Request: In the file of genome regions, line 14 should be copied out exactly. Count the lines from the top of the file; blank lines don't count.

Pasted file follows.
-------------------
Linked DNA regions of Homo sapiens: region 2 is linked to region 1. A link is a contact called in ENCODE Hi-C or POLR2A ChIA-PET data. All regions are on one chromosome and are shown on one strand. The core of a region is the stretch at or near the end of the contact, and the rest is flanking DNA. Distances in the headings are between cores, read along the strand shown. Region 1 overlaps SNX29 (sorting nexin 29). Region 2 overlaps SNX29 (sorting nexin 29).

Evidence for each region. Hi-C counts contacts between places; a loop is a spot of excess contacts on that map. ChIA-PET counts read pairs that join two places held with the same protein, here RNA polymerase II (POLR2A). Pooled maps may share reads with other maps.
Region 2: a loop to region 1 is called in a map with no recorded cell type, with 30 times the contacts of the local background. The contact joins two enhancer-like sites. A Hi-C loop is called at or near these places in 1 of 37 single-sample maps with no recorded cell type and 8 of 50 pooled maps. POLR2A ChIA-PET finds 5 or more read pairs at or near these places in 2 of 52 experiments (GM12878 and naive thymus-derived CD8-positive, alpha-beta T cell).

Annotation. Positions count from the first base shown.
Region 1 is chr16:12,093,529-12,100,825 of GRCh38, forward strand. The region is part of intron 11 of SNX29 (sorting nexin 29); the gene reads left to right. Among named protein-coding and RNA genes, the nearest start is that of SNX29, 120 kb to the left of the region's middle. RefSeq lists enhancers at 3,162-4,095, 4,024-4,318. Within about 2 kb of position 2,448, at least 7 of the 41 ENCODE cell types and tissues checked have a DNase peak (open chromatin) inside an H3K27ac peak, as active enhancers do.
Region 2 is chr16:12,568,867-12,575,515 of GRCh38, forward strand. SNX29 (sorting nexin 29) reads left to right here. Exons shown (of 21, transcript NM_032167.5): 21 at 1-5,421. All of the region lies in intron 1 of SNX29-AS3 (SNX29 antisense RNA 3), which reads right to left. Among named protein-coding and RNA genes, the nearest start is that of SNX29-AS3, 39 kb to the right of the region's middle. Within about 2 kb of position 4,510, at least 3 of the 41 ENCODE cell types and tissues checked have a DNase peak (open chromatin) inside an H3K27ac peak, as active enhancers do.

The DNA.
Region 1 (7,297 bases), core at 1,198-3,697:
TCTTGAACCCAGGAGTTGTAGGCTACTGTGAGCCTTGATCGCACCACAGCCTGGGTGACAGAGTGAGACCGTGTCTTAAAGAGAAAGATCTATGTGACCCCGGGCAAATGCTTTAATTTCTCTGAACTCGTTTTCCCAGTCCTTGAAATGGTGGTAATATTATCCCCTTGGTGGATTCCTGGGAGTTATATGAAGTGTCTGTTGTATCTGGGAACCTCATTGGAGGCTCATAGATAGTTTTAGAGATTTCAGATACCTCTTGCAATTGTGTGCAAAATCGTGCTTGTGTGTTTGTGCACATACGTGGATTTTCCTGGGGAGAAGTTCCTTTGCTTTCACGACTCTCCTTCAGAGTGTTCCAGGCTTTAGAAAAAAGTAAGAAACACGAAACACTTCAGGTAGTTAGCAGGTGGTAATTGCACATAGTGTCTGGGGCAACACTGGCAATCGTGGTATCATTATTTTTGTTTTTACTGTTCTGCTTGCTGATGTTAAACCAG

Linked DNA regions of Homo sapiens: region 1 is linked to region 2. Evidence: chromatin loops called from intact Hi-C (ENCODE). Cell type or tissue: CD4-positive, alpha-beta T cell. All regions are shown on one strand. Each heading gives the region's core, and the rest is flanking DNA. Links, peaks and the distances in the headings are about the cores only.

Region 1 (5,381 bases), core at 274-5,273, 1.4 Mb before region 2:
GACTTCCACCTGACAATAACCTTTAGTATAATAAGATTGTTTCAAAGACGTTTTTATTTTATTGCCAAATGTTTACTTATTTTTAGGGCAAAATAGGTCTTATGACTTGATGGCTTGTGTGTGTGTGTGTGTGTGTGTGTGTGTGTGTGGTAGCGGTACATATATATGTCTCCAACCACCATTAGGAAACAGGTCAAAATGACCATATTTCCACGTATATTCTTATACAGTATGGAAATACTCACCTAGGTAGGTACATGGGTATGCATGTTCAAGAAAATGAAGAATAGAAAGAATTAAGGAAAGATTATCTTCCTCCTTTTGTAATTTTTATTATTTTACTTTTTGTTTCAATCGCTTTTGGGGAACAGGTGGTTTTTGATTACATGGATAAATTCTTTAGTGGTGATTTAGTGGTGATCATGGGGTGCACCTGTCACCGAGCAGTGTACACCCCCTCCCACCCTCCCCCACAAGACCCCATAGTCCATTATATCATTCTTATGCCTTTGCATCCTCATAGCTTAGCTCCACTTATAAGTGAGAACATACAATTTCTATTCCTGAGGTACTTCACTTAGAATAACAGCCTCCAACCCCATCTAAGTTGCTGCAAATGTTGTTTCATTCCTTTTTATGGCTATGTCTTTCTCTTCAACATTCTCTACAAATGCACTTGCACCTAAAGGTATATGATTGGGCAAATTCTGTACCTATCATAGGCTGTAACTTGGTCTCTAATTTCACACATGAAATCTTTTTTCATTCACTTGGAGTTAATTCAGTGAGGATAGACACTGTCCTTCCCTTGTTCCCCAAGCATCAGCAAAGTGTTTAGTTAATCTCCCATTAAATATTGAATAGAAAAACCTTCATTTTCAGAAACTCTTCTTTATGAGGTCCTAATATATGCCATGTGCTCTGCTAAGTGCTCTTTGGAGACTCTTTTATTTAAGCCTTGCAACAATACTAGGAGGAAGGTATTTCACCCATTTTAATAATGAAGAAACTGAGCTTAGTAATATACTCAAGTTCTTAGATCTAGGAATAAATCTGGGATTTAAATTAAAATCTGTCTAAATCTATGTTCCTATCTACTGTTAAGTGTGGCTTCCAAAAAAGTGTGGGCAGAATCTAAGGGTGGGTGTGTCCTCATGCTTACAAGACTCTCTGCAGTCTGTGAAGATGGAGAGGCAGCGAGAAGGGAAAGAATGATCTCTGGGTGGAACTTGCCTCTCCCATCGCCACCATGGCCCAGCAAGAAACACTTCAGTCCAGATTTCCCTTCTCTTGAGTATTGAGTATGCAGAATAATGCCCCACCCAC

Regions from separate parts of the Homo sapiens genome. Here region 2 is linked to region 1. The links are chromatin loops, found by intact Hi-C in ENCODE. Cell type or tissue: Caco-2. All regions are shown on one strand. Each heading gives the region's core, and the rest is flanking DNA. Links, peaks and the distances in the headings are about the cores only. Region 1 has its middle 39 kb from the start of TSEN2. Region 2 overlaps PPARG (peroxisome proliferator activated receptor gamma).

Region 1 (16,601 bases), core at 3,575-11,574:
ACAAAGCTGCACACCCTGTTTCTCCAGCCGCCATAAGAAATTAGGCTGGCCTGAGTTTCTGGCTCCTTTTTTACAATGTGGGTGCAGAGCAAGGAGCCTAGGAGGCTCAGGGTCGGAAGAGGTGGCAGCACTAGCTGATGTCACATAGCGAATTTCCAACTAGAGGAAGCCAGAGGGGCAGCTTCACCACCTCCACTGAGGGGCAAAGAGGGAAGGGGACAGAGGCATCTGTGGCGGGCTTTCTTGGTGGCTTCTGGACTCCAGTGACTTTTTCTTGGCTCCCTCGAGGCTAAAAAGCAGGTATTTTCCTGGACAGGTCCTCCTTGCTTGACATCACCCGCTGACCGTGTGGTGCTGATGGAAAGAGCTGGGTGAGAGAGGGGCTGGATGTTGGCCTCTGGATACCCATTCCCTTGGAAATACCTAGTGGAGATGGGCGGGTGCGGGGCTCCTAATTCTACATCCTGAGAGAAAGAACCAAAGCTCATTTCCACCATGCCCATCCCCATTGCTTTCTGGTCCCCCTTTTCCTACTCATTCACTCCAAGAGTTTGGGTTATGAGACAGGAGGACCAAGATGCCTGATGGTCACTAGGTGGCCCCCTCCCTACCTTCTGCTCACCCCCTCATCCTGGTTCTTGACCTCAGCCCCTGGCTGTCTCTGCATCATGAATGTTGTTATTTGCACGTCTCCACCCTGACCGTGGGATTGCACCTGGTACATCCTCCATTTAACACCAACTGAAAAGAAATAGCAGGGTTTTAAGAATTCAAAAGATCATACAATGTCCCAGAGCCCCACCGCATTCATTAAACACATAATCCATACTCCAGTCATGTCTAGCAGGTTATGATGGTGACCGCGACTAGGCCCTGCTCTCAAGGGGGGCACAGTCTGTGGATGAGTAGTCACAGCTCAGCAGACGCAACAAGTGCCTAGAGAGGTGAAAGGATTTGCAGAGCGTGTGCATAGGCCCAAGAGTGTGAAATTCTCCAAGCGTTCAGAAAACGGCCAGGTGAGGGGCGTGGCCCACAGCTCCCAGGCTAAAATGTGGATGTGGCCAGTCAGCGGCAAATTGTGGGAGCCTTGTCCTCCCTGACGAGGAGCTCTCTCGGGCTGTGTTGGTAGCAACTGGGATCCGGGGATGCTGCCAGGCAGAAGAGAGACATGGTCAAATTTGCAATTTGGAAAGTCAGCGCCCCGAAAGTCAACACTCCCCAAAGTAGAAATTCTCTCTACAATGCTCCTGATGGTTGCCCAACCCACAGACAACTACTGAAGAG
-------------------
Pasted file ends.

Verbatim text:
Region 1 (16,601 bases), core at 3,575-11,574: